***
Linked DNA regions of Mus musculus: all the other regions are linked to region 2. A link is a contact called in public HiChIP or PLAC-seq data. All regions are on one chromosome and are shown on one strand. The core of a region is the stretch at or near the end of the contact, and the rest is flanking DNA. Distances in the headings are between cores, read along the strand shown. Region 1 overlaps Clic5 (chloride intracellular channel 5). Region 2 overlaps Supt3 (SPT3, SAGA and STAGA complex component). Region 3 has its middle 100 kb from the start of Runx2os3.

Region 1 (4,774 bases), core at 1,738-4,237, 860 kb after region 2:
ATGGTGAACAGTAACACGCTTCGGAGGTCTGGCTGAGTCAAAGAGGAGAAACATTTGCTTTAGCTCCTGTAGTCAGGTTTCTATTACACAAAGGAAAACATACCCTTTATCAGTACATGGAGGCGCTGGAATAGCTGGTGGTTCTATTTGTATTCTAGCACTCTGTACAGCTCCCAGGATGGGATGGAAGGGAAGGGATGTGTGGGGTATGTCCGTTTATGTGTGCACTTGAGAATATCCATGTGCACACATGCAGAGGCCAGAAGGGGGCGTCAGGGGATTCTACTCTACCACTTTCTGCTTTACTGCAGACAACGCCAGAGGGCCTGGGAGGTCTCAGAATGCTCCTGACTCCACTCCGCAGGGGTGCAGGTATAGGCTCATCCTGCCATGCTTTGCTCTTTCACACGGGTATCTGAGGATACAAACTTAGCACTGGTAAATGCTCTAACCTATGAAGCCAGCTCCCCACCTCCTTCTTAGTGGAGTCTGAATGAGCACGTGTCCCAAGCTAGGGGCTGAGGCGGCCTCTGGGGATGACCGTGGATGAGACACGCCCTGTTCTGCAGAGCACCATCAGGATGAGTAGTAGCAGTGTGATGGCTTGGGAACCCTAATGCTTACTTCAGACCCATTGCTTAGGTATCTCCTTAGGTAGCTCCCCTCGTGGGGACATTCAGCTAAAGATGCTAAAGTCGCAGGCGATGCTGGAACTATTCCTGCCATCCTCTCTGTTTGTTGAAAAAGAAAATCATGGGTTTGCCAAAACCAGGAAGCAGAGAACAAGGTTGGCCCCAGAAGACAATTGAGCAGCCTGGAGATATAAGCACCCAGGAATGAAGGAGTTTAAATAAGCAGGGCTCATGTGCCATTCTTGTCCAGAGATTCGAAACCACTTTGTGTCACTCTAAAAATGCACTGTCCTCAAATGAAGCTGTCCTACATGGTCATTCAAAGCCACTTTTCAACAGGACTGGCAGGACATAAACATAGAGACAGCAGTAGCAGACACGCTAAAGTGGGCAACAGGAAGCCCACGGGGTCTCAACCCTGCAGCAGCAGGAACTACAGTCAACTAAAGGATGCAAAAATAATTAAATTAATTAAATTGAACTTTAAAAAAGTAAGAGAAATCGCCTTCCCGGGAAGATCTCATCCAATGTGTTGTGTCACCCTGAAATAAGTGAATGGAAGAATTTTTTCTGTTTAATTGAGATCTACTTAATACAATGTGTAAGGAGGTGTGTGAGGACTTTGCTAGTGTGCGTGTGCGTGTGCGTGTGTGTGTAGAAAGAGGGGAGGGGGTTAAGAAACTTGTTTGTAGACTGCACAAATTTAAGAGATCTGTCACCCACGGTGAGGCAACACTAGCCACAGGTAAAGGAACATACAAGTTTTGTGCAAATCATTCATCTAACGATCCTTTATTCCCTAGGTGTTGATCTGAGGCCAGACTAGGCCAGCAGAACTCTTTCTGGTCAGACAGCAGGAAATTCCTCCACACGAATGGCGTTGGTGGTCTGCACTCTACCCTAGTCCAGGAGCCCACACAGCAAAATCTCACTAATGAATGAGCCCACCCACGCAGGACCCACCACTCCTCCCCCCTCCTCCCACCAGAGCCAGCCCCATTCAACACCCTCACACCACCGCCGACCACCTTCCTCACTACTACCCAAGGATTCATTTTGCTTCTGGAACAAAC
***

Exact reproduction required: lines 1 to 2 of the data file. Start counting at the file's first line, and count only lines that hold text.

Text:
Linked DNA regions of Mus musculus: all the other regions are linked to region 2. A link is a contact called in public HiChIP or PLAC-seq data. All regions are on one chromosome and are shown on one strand. The core of a region is the stretch at or near the end of the contact, and the rest is flanking DNA. Distances in the headings are between cores, read along the strand shown. Region 1 overlaps Clic5 (chloride intracellular channel 5). Region 2 overlaps Supt3 (SPT3, SAGA and STAGA complex component). Region 3 has its middle 100 kb from the start of Runx2os3.

Region 1 (4,774 bases), core at 1,738-4,237, 860 kb after region 2: